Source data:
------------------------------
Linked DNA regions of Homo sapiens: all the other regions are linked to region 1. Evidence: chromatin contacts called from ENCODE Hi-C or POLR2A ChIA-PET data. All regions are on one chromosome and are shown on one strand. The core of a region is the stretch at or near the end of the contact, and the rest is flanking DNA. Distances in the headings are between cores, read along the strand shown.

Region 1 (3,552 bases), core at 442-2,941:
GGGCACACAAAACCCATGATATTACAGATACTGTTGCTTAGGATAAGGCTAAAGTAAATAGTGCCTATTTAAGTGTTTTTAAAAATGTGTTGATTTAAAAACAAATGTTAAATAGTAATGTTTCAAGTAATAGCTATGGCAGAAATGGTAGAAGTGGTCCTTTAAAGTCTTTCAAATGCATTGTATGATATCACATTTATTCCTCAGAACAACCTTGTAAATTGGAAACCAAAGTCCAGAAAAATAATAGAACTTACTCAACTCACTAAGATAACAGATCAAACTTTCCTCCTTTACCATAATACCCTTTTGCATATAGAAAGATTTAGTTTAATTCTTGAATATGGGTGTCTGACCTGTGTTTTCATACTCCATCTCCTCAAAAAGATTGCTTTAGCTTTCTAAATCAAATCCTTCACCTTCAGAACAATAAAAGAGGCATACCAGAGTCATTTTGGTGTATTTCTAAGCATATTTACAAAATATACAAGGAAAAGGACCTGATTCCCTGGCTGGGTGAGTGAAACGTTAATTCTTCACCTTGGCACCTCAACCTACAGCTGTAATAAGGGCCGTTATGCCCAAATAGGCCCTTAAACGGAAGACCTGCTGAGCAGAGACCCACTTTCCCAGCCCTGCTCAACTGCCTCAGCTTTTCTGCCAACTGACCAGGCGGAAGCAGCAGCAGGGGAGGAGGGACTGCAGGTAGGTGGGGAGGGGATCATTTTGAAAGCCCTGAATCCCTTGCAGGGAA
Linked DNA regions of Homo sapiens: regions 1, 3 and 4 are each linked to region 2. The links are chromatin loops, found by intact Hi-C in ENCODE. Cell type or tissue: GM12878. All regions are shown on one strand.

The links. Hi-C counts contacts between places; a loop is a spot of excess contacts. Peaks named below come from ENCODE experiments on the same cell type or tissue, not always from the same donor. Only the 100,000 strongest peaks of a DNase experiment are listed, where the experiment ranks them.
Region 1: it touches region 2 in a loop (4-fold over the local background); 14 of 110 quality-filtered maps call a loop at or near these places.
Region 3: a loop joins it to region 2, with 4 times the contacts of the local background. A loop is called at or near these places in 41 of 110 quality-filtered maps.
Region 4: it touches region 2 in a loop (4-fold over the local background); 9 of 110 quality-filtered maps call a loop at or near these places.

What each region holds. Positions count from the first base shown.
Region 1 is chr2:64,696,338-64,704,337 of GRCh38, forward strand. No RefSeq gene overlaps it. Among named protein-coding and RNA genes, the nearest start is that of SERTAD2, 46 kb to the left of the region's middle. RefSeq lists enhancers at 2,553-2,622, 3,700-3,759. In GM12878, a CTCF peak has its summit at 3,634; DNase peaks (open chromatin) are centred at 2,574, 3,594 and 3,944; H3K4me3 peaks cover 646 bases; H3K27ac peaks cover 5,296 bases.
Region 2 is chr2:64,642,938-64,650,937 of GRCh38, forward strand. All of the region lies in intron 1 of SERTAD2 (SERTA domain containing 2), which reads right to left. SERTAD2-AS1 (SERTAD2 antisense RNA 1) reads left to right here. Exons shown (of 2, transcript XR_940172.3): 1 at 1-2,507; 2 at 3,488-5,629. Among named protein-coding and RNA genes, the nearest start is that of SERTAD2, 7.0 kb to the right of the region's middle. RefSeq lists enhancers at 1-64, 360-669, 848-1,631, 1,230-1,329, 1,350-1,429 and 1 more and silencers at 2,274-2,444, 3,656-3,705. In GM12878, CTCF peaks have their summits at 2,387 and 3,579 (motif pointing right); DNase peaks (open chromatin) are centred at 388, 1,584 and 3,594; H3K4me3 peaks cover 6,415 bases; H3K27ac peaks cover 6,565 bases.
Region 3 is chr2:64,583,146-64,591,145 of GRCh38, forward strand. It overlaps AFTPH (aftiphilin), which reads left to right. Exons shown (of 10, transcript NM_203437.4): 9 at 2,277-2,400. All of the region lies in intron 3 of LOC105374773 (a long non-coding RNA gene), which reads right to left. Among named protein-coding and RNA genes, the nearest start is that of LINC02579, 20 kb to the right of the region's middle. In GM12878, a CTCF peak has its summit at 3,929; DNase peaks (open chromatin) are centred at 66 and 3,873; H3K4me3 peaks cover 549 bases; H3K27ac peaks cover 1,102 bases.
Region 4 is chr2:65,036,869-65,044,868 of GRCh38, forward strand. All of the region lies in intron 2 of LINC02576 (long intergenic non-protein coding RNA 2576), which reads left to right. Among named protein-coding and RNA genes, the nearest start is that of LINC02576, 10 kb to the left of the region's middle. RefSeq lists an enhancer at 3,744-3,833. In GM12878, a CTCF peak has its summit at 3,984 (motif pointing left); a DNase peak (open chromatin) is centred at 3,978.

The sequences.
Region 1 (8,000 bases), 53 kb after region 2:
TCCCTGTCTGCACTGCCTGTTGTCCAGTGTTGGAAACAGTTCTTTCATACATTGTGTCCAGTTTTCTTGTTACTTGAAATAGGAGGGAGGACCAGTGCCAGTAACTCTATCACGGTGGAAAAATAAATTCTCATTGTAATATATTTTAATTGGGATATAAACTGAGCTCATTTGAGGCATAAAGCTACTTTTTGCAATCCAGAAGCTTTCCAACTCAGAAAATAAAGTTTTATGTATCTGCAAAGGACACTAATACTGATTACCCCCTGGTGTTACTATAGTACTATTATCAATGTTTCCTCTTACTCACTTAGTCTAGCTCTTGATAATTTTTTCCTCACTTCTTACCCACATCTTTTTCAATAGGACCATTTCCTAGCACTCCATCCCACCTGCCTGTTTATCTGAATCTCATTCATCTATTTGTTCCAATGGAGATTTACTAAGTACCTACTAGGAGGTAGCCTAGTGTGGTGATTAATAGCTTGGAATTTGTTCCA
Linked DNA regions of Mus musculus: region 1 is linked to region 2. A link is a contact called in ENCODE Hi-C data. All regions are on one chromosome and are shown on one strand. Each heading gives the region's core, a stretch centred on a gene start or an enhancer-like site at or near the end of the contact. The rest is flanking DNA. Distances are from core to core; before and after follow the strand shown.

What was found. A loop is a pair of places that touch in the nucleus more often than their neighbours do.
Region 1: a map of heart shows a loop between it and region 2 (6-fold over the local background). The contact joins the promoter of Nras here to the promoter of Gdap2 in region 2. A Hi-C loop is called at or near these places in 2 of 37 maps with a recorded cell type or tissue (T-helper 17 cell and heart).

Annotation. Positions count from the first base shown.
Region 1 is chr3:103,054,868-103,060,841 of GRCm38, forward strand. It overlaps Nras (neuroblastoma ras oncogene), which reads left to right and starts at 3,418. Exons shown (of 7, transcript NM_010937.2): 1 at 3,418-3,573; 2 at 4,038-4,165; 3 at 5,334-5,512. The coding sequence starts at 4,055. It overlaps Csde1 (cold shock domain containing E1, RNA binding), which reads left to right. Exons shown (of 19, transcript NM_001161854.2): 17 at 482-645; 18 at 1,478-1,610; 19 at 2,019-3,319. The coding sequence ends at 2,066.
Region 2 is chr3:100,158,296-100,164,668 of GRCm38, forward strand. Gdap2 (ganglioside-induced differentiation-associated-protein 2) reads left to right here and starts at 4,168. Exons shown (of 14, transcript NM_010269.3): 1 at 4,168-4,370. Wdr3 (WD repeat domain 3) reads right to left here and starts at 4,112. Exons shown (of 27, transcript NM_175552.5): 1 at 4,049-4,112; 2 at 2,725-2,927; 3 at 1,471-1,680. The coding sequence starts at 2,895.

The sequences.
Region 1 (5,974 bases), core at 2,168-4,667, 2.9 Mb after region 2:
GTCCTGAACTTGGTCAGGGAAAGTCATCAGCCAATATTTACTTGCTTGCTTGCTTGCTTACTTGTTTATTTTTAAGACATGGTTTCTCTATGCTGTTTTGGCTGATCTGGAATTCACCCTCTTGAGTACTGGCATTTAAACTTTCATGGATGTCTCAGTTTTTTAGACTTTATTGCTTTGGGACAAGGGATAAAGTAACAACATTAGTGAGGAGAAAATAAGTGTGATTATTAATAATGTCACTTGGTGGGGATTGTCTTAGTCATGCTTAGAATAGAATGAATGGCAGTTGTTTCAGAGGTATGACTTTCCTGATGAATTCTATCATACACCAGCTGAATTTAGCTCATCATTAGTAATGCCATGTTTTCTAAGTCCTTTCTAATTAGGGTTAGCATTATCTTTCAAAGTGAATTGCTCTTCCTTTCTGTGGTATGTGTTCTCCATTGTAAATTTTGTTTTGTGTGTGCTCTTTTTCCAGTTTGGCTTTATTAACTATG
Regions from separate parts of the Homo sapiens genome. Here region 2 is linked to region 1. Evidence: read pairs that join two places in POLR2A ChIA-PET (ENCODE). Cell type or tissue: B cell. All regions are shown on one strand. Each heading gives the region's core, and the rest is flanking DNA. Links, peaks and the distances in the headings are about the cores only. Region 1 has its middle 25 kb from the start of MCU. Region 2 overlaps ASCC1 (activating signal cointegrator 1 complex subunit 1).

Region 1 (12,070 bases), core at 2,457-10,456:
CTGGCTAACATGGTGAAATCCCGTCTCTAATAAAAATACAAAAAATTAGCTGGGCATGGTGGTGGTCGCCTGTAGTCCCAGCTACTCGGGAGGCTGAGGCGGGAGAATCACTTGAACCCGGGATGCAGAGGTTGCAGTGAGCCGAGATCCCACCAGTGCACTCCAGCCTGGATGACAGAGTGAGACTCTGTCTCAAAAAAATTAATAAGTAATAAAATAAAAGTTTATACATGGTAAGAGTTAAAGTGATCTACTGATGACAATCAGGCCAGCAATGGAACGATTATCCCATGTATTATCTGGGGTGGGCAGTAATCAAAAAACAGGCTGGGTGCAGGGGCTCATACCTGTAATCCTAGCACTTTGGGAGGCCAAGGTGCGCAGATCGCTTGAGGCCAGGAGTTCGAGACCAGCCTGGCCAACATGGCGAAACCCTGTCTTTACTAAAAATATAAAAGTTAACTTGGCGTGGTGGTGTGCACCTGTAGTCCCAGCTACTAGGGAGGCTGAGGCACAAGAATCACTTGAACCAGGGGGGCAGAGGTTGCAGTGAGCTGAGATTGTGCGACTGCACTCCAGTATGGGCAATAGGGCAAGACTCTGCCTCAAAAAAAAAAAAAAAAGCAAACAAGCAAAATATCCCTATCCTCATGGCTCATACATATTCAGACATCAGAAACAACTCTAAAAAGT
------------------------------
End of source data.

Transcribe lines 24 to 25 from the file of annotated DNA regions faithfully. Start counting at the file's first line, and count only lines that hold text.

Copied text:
Region 1 (5,974 bases), core at 2,168-4,667, 2.9 Mb after region 2:
GTCCTGAACTTGGTCAGGGAAAGTCATCAGCCAATATTTACTTGCTTGCTTGCTTGCTTACTTGTTTATTTTTAAGACATGGTTTCTCTATGCTGTTTTGGCTGATCTGGAATTCACCCTCTTGAGTACTGGCATTTAAACTTTCATGGATGTCTCAGTTTTTTAGACTTTATTGCTTTGGGACAAGGGATAAAGTAACAACATTAGTGAGGAGAAAATAAGTGTGATTATTAATAATGTCACTTGGTGGGGATTGTCTTAGTCATGCTTAGAATAGAATGAATGGCAGTTGTTTCAGAGGTATGACTTTCCTGATGAATTCTATCATACACCAGCTGAATTTAGCTCATCATTAGTAATGCCATGTTTTCTAAGTCCTTTCTAATTAGGGTTAGCATTATCTTTCAAAGTGAATTGCTCTTCCTTTCTGTGGTATGTGTTCTCCATTGTAAATTTTGTTTTGTGTGTGCTCTTTTTCCAGTTTGGCTTTATTAACTATG